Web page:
Recently, the Israeli police have begun to ban the Hamas-sponsored Morabtion and Morabitat instigators from the Temple Mount during the morning hours. The move allows Jewish and Christian visitors to ascend the Mount and visit the holy site unaccosted.
According to a report published by Cry for Zion, a movement that advocates for Jewish sovereignty over the Temple Mount, “The barred women now congregate outside the gate through which Jewish worshipers exit the Temple Mount and mount their verbal and physical attacks when Jews pass by.”
The two groups of Muslims, who are paid by Hamas to make ascending the Temple Mount as uncomfortable as possible for Jews and Christians, are permitted to ascend the Temple Mount as soon as the morning visiting hours are over. Thus, during afternoon visiting hours, the Muslim agitators are back in full force, continuing to disrupt the visits of non-Muslim pilgrims to the Temple Mount.
Cry For Zion supports the Jewish people’s rights to sovereignty over Mount Zion (the location of the Temple Mount) and freedom of worship by all peoples on the site. The organization has publicly welcomed the new initiative by the Israeli police, noting that it is effectively restoring order and security for pilgrims and worshippers during the morning visitation hours.
However, it has expressed dissatisfaction that the Israeli police have not instituted a complete ban against agitators on the Temple Mount. According to Cry for Zion, such a ban would enable people of all faiths to enter and worship the site in dignity and freedom.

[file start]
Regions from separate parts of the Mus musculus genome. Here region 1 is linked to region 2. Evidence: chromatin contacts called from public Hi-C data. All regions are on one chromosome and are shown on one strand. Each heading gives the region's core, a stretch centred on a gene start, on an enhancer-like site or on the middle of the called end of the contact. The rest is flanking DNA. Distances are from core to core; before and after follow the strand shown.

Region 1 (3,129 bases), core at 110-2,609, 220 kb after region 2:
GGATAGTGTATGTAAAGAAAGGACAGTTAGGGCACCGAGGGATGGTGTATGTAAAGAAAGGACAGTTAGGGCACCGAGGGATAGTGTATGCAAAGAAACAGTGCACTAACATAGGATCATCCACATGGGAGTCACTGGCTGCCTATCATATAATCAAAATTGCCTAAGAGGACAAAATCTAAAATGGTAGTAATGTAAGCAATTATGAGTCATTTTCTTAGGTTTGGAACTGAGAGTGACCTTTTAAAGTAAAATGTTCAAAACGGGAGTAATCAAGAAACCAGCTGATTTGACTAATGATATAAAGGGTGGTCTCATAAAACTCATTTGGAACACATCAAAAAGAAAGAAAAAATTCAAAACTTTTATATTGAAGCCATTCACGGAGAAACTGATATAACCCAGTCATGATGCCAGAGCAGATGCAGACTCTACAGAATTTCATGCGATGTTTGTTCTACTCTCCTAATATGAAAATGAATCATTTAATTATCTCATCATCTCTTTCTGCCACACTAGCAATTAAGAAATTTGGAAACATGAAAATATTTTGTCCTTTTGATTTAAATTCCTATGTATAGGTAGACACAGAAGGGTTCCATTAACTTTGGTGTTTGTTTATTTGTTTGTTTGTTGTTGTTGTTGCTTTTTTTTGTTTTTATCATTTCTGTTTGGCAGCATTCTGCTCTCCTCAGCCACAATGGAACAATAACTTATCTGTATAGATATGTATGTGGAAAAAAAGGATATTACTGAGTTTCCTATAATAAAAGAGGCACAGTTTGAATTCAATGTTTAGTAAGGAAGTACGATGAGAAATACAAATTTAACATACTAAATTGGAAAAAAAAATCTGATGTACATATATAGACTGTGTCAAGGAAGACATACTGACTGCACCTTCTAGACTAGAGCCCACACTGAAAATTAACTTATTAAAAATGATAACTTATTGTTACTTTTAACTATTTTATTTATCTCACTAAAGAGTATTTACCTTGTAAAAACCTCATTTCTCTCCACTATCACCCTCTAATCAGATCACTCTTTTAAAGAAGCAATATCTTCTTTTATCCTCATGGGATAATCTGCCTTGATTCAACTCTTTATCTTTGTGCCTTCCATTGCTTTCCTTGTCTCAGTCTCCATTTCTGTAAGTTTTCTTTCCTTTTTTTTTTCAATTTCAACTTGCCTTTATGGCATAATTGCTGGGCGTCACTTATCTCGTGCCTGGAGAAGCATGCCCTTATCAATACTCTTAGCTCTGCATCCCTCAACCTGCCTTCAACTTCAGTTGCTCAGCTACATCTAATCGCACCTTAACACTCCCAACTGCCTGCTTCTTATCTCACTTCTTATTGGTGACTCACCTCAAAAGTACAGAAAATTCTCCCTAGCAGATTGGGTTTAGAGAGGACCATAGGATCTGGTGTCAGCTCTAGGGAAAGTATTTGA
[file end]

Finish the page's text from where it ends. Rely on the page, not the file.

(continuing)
Cry for Zion’s aims include greater access for Jewish worshipers and tighter restrictions on the Muslim Waqf, which currently has control over the site. Their core demands from the Israeli government and security bodies include opening the Temple Mount to Jewish worshipers 24 hours a day, seven days a week; allowing Jews to pray on the Temple Mount; allowing freedom of movement for Jews on the Temple Mount; keeping the Waqf at a distance from Jewish worshipers; curtailing illegal Waqf construction activities, including destruction, unauthorized excavations and renovations; and preventing activities unbecoming of a holy site, such as kicking a soccer ball.
They are one of a growing number of Temple Mount advocacy organizations currently working to increase access on the Mount. The movement, which is rapidly gaining momentum as more and more people, Jews and non-Jews alike, become aware of the current state of the Temple Mount, includes groups such as Students for the Temple Mount, Women for the Mikdash (Temple), and the Temple Mount Heritage Foundation, which is run by the movement’s unofficial spokesman, Yehudah Glick.
The many different groups, driven by faith and united in their passion for freedom of access and worship on the Temple Mount, work closely together to bring greater awareness of the site’s importance to the world.
John Enarson, Christian Relations and Creative Director at Cry for Zion, told Breaking Israel News, “It is our greatest desire at Cry For Zion to raise awareness, unity, and support for the efforts of [people such as] Rabbi Yehuda Glick, and others of like mind.”
The movement, which is comprised of Christian and Jewish supporters, actively appeals to the ruling bodies of Israel, asking them to exercise their legal authority in guaranteeing Jewish rights on the Temple Mount. So far, the cries have fallen on deaf ears, but with the recent shift in police policy, some members of Cry For Zion are convinced that change is indeed possible, and that one day, Jews will once again be allowed to pray on the Temple Mount.